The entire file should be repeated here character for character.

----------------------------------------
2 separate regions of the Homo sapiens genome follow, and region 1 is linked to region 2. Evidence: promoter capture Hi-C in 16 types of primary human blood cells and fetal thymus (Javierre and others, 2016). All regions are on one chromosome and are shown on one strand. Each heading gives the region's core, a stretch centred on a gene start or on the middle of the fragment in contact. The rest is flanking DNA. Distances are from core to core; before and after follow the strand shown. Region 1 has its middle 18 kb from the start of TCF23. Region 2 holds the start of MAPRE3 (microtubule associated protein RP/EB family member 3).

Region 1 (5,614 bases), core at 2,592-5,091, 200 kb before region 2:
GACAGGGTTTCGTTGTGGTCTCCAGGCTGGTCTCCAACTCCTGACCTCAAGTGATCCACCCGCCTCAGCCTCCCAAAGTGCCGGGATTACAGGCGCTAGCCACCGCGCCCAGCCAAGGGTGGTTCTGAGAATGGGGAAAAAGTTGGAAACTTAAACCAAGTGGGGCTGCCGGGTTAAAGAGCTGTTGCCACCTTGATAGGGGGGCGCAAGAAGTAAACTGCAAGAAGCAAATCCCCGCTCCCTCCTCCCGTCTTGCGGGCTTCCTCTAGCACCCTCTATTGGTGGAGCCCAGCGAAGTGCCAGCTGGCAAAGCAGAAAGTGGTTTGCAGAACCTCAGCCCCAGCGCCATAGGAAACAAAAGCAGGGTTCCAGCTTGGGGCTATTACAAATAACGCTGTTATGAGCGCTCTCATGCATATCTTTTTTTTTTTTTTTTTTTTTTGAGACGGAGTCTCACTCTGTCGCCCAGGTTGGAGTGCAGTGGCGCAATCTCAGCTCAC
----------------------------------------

2 separate regions of the Homo sapiens genome follow, and region 1 is linked to region 2. Evidence: promoter capture Hi-C in 16 types of primary human blood cells and fetal thymus (Javierre and others, 2016). All regions are on one chromosome and are shown on one strand. Each heading gives the region's core, a stretch centred on a gene start or on the middle of the fragment in contact. The rest is flanking DNA. Distances are from core to core; before and after follow the strand shown. Region 1 has its middle 18 kb from the start of TCF23. Region 2 holds the start of MAPRE3 (microtubule associated protein RP/EB family member 3).

Region 1 (5,614 bases), core at 2,592-5,091, 200 kb before region 2:
GACAGGGTTTCGTTGTGGTCTCCAGGCTGGTCTCCAACTCCTGACCTCAAGTGATCCACCCGCCTCAGCCTCCCAAAGTGCCGGGATTACAGGCGCTAGCCACCGCGCCCAGCCAAGGGTGGTTCTGAGAATGGGGAAAAAGTTGGAAACTTAAACCAAGTGGGGCTGCCGGGTTAAAGAGCTGTTGCCACCTTGATAGGGGGGCGCAAGAAGTAAACTGCAAGAAGCAAATCCCCGCTCCCTCCTCCCGTCTTGCGGGCTTCCTCTAGCACCCTCTATTGGTGGAGCCCAGCGAAGTGCCAGCTGGCAAAGCAGAAAGTGGTTTGCAGAACCTCAGCCCCAGCGCCATAGGAAACAAAAGCAGGGTTCCAGCTTGGGGCTATTACAAATAACGCTGTTATGAGCGCTCTCATGCATATCTTTTTTTTTTTTTTTTTTTTTTGAGACGGAGTCTCACTCTGTCGCCCAGGTTGGAGTGCAGTGGCGCAATCTCAGCTCAC